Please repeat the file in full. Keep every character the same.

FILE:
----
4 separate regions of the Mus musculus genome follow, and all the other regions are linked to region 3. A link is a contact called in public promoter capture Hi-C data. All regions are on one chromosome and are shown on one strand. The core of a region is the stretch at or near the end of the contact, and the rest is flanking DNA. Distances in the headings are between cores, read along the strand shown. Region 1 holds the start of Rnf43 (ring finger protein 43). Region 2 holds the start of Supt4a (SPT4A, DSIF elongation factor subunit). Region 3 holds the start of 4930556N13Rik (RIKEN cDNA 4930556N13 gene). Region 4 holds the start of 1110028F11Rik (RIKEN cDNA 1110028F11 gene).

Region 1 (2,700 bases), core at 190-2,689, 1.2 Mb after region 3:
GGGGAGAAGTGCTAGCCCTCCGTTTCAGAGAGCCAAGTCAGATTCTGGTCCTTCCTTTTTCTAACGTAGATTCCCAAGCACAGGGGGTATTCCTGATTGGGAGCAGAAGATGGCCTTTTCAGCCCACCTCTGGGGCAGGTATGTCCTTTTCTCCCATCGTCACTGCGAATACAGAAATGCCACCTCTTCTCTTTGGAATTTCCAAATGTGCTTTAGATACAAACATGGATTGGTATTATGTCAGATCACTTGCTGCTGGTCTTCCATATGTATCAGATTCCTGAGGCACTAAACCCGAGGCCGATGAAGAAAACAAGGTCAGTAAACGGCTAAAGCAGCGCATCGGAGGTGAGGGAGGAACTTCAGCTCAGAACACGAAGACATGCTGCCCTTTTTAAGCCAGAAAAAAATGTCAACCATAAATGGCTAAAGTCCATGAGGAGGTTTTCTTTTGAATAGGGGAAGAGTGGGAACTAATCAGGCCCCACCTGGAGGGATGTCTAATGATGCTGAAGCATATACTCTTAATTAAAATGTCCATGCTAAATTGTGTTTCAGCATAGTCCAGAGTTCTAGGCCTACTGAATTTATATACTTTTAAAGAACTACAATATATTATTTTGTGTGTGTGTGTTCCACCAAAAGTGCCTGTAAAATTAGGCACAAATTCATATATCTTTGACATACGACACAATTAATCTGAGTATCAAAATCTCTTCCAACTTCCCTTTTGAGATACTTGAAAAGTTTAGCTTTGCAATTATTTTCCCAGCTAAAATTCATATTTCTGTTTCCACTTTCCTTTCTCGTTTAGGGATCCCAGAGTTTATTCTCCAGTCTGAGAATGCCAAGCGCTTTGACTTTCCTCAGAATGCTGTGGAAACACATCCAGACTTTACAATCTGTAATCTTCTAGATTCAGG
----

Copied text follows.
4 separate regions of the Mus musculus genome follow, and all the other regions are linked to region 3. A link is a contact called in public promoter capture Hi-C data. All regions are on one chromosome and are shown on one strand. The core of a region is the stretch at or near the end of the contact, and the rest is flanking DNA. Distances in the headings are between cores, read along the strand shown. Region 1 holds the start of Rnf43 (ring finger protein 43). Region 2 holds the start of Supt4a (SPT4A, DSIF elongation factor subunit). Region 3 holds the start of 4930556N13Rik (RIKEN cDNA 4930556N13 gene). Region 4 holds the start of 1110028F11Rik (RIKEN cDNA 1110028F11 gene).

Region 1 (2,700 bases), core at 190-2,689, 1.2 Mb after region 3:
GGGGAGAAGTGCTAGCCCTCCGTTTCAGAGAGCCAAGTCAGATTCTGGTCCTTCCTTTTTCTAACGTAGATTCCCAAGCACAGGGGGTATTCCTGATTGGGAGCAGAAGATGGCCTTTTCAGCCCACCTCTGGGGCAGGTATGTCCTTTTCTCCCATCGTCACTGCGAATACAGAAATGCCACCTCTTCTCTTTGGAATTTCCAAATGTGCTTTAGATACAAACATGGATTGGTATTATGTCAGATCACTTGCTGCTGGTCTTCCATATGTATCAGATTCCTGAGGCACTAAACCCGAGGCCGATGAAGAAAACAAGGTCAGTAAACGGCTAAAGCAGCGCATCGGAGGTGAGGGAGGAACTTCAGCTCAGAACACGAAGACATGCTGCCCTTTTTAAGCCAGAAAAAAATGTCAACCATAAATGGCTAAAGTCCATGAGGAGGTTTTCTTTTGAATAGGGGAAGAGTGGGAACTAATCAGGCCCCACCTGGAGGGATGTCTAATGATGCTGAAGCATATACTCTTAATTAAAATGTCCATGCTAAATTGTGTTTCAGCATAGTCCAGAGTTCTAGGCCTACTGAATTTATATACTTTTAAAGAACTACAATATATTATTTTGTGTGTGTGTGTTCCACCAAAAGTGCCTGTAAAATTAGGCACAAATTCATATATCTTTGACATACGACACAATTAATCTGAGTATCAAAATCTCTTCCAACTTCCCTTTTGAGATACTTGAAAAGTTTAGCTTTGCAATTATTTTCCCAGCTAAAATTCATATTTCTGTTTCCACTTTCCTTTCTCGTTTAGGGATCCCAGAGTTTATTCTCCAGTCTGAGAATGCCAAGCGCTTTGACTTTCCTCAGAATGCTGTGGAAACACATCCAGACTTTACAATCTGTAATCTTCTAGATTCAGG